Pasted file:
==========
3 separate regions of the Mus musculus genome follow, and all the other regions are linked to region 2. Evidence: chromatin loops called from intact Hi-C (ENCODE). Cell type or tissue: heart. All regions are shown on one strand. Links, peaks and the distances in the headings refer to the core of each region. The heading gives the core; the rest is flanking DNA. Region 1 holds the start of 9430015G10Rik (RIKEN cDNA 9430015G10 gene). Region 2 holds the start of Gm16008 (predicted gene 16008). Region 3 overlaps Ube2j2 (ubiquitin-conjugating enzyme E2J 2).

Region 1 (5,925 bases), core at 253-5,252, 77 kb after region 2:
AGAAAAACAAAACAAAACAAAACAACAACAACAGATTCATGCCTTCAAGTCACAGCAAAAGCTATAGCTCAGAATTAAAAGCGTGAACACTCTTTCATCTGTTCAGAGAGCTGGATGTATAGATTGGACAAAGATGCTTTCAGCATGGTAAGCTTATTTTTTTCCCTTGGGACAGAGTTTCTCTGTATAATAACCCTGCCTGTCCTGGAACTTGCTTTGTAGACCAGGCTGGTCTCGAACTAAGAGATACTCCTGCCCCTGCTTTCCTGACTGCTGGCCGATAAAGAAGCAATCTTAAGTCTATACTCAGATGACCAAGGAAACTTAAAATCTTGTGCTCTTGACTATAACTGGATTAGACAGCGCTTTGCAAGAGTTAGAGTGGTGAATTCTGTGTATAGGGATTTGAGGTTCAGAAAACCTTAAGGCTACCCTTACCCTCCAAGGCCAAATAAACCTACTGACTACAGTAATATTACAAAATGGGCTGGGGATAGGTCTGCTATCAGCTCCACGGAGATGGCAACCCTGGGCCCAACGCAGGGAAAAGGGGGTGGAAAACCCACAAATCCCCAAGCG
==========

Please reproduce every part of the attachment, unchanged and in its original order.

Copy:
3 separate regions of the Mus musculus genome follow, and all the other regions are linked to region 2. Evidence: chromatin loops called from intact Hi-C (ENCODE). Cell type or tissue: heart. All regions are shown on one strand. Links, peaks and the distances in the headings refer to the core of each region. The heading gives the core; the rest is flanking DNA. Region 1 holds the start of 9430015G10Rik (RIKEN cDNA 9430015G10 gene). Region 2 holds the start of Gm16008 (predicted gene 16008). Region 3 overlaps Ube2j2 (ubiquitin-conjugating enzyme E2J 2).

Region 1 (5,925 bases), core at 253-5,252, 77 kb after region 2:
AGAAAAACAAAACAAAACAAAACAACAACAACAGATTCATGCCTTCAAGTCACAGCAAAAGCTATAGCTCAGAATTAAAAGCGTGAACACTCTTTCATCTGTTCAGAGAGCTGGATGTATAGATTGGACAAAGATGCTTTCAGCATGGTAAGCTTATTTTTTTCCCTTGGGACAGAGTTTCTCTGTATAATAACCCTGCCTGTCCTGGAACTTGCTTTGTAGACCAGGCTGGTCTCGAACTAAGAGATACTCCTGCCCCTGCTTTCCTGACTGCTGGCCGATAAAGAAGCAATCTTAAGTCTATACTCAGATGACCAAGGAAACTTAAAATCTTGTGCTCTTGACTATAACTGGATTAGACAGCGCTTTGCAAGAGTTAGAGTGGTGAATTCTGTGTATAGGGATTTGAGGTTCAGAAAACCTTAAGGCTACCCTTACCCTCCAAGGCCAAATAAACCTACTGACTACAGTAATATTACAAAATGGGCTGGGGATAGGTCTGCTATCAGCTCCACGGAGATGGCAACCCTGGGCCCAACGCAGGGAAAAGGGGGTGGAAAACCCACAAATCCCCAAGCG